I met my husband 12 years ago.  Corey graduated from high school almost 20.  But for some reason she has the two crossing paths before Corey graduated.  For the most part I’ve been a pal that was raised in San Francisco alongside her – but there was one occasion that she did introduce me as her daughter – it was to a friend that was well aware of who I am – possibly better than mom does.

          Each time we mention the name of a state or country – she claims that she has been there.  It was always “just for a day” though.

          I didn’t want this to become a “dementia blog” any more than Corey wanted his to focus on dementia.  Actually dementia isn’t the biggest focus thus far as there are less than ten posts.  I can’t say I hope to have more – but as it will be on my mind I’m sure there will be more that mention the wretched thief.  There have been days when the dementia is really bad - moreso for me than my mom.  Sometimes I can take it with a grain of salt – and even laugh.  But often I am an emotional wreck.

          The neighbor across the street has a gathering of sisters once a week.  She suggested I bring mom but just drop her off and not stay myself.  But I wanted to visit.  I miss the socialization of those that I used to associate with.  Mom, who claimed she was bored, was not interested in going.  And if I persisted, she would become mean.

          So I cried.  I cried because I wasn’t invited.  I cried because mom was acting like a childish brat.  I cried because I was crying over something I couldn’t control.  I was pretty good about holding it in until we started playing games.  I took off the minute Nate returned home from school.

          That all took place in November and December.  Since Christmas, mom seems almost comatose at times.  Just as disheartening as trying to coax the child inside.  She lost her driver’s license over a year ago and became mean – well with me anyway.  I’m the one who had taken her to the Driver’s License renewal.
          There had been a few days when she had become her mother and greeted folks in a friendly way, without a care in the world.  And she was always pleasant when she went out with Sunny – at least in the beginning.  But Sunny has seen the mean side of my mom since.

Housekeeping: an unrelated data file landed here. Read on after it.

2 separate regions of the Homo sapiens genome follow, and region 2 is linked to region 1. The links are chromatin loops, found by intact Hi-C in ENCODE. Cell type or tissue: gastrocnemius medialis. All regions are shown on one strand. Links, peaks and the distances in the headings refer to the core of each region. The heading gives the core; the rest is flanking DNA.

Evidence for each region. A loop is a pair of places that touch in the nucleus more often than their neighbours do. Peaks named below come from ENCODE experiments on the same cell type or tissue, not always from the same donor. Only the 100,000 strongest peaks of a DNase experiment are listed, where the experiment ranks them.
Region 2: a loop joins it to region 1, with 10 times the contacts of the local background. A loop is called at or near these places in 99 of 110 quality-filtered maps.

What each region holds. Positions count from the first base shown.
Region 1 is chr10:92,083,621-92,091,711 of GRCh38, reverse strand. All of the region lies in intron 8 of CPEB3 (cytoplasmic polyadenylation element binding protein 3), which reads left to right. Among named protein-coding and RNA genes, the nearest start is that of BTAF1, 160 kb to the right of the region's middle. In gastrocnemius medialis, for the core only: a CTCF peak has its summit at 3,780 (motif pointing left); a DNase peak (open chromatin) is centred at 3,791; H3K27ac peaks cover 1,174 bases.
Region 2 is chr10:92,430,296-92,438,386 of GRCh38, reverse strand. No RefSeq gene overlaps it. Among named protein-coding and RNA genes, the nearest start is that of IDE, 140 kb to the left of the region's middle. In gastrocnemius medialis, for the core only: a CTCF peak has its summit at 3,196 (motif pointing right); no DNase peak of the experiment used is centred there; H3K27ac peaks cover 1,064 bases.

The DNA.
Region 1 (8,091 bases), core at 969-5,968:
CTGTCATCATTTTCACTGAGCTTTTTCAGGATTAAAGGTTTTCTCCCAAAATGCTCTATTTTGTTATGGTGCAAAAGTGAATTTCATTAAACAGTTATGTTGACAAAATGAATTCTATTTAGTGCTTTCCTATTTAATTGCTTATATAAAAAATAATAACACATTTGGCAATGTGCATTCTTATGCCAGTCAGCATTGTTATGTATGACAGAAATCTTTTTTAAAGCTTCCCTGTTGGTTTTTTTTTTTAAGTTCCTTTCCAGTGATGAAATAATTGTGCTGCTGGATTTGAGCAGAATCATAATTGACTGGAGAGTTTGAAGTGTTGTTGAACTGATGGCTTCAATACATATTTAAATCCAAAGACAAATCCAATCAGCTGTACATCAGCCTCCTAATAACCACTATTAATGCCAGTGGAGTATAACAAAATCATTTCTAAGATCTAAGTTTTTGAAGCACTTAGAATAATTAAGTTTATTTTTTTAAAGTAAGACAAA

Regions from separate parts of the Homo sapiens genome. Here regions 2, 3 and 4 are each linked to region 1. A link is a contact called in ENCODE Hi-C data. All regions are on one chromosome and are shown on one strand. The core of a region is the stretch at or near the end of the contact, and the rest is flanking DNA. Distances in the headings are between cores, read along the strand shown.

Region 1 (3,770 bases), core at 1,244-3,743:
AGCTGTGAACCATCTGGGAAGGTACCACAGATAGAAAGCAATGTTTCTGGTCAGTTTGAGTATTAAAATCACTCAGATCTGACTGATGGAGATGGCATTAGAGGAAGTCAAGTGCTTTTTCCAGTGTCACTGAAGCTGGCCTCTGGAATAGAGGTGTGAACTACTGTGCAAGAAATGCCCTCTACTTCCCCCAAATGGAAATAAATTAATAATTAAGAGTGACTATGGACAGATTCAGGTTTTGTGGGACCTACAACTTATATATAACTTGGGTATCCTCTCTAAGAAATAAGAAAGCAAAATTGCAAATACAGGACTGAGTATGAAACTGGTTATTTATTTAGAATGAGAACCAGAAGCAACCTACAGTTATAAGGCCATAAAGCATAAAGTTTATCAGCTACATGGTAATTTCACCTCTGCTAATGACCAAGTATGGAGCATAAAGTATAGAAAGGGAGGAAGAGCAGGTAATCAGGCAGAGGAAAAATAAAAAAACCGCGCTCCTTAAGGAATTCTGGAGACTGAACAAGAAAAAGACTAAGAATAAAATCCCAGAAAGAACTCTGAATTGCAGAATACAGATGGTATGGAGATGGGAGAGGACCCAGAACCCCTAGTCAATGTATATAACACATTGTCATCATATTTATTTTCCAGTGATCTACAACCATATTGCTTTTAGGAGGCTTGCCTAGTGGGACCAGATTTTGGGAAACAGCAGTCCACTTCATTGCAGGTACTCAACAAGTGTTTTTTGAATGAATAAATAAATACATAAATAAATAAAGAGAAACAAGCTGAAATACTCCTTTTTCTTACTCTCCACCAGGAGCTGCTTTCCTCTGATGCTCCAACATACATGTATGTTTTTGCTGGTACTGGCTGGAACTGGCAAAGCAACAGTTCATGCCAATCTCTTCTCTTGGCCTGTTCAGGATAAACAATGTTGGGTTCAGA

Next week we have another family meeting.  Kayla and I are ready to take action.  Corey and Patrick both seemed to express a denial. But we may all be on the same page now.  Mom needs a community.  She needs a routine.  And the rest of us need to return to our roles of children and not the caregivers that we’ve become.

          I was so diligent about going through Jenna’s folder once she returned home from school – but have been quite slack for an entire year now.  I need my focus to be where it was.  I need to keep my mind clear of heavy tears.

Friday, January 11, 2013

Bah, Humbug, Mother Nature

          The air has been of poor quality – particularly for those who have to live with asthma and other breathing challenges so I suppose the snow is a blessing – in more ways than one I suppose.  But three months worth of snow at once? 
          It started snowing just before 3:00 p.m. yesterday.  It paused perhaps at 9:00 or 10:00.  In some parts it never stopped snowing.  I can’t even imagine how deep the snow is in some parts right now – or how much damage it is causing so many right now. 
          The libraries closed at three and all workers were sent home.  Roland didn’t get home until almost 6:00.  He gets off at 4:00.  In decent weather his work is less than 20 minutes away.  Usually he is critical about Utah drivers and the snow.  All he said was, “It’s really bad out there.”

          In a way, I was hoping that school would be cancelled this morning – which I’m certain that it was in some parts.  Not our district.  It was said (for those driving) to take our time that they’d accept tardies and absences.  I wonder if that applies to teachers as well.